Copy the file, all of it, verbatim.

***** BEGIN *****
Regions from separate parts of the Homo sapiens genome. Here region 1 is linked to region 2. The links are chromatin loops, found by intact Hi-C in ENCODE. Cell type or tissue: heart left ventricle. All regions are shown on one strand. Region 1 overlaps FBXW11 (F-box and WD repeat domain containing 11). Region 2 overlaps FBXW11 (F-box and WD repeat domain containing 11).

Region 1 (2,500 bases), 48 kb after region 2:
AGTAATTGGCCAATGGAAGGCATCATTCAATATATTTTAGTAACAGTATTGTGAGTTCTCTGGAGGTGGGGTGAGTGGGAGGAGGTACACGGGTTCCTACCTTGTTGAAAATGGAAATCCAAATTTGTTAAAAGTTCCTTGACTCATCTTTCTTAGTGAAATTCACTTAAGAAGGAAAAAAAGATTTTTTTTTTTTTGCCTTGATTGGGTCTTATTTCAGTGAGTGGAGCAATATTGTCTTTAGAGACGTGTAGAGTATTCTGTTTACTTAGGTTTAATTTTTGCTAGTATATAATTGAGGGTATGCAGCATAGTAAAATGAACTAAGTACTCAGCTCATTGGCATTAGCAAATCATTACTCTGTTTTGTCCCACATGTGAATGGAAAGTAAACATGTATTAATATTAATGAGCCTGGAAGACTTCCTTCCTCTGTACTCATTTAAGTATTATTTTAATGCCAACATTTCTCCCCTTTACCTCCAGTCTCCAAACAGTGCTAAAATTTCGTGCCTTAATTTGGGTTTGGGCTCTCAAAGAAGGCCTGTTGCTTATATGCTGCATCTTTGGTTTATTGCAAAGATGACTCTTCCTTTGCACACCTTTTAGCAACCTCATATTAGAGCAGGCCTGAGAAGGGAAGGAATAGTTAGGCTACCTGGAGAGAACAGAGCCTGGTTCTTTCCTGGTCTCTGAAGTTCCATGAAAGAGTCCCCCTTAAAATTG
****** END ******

Regions from separate parts of the Homo sapiens genome. Here region 1 is linked to region 2. The links are chromatin loops, found by intact Hi-C in ENCODE. Cell type or tissue: heart left ventricle. All regions are shown on one strand. Region 1 overlaps FBXW11 (F-box and WD repeat domain containing 11). Region 2 overlaps FBXW11 (F-box and WD repeat domain containing 11).

Region 1 (2,500 bases), 48 kb after region 2:
AGTAATTGGCCAATGGAAGGCATCATTCAATATATTTTAGTAACAGTATTGTGAGTTCTCTGGAGGTGGGGTGAGTGGGAGGAGGTACACGGGTTCCTACCTTGTTGAAAATGGAAATCCAAATTTGTTAAAAGTTCCTTGACTCATCTTTCTTAGTGAAATTCACTTAAGAAGGAAAAAAAGATTTTTTTTTTTTTGCCTTGATTGGGTCTTATTTCAGTGAGTGGAGCAATATTGTCTTTAGAGACGTGTAGAGTATTCTGTTTACTTAGGTTTAATTTTTGCTAGTATATAATTGAGGGTATGCAGCATAGTAAAATGAACTAAGTACTCAGCTCATTGGCATTAGCAAATCATTACTCTGTTTTGTCCCACATGTGAATGGAAAGTAAACATGTATTAATATTAATGAGCCTGGAAGACTTCCTTCCTCTGTACTCATTTAAGTATTATTTTAATGCCAACATTTCTCCCCTTTACCTCCAGTCTCCAAACAGTGCTAAAATTTCGTGCCTTAATTTGGGTTTGGGCTCTCAAAGAAGGCCTGTTGCTTATATGCTGCATCTTTGGTTTATTGCAAAGATGACTCTTCCTTTGCACACCTTTTAGCAACCTCATATTAGAGCAGGCCTGAGAAGGGAAGGAATAGTTAGGCTACCTGGAGAGAACAGAGCCTGGTTCTTTCCTGGTCTCTGAAGTTCCATGAAAGAGTCCCCCTTAAAATTG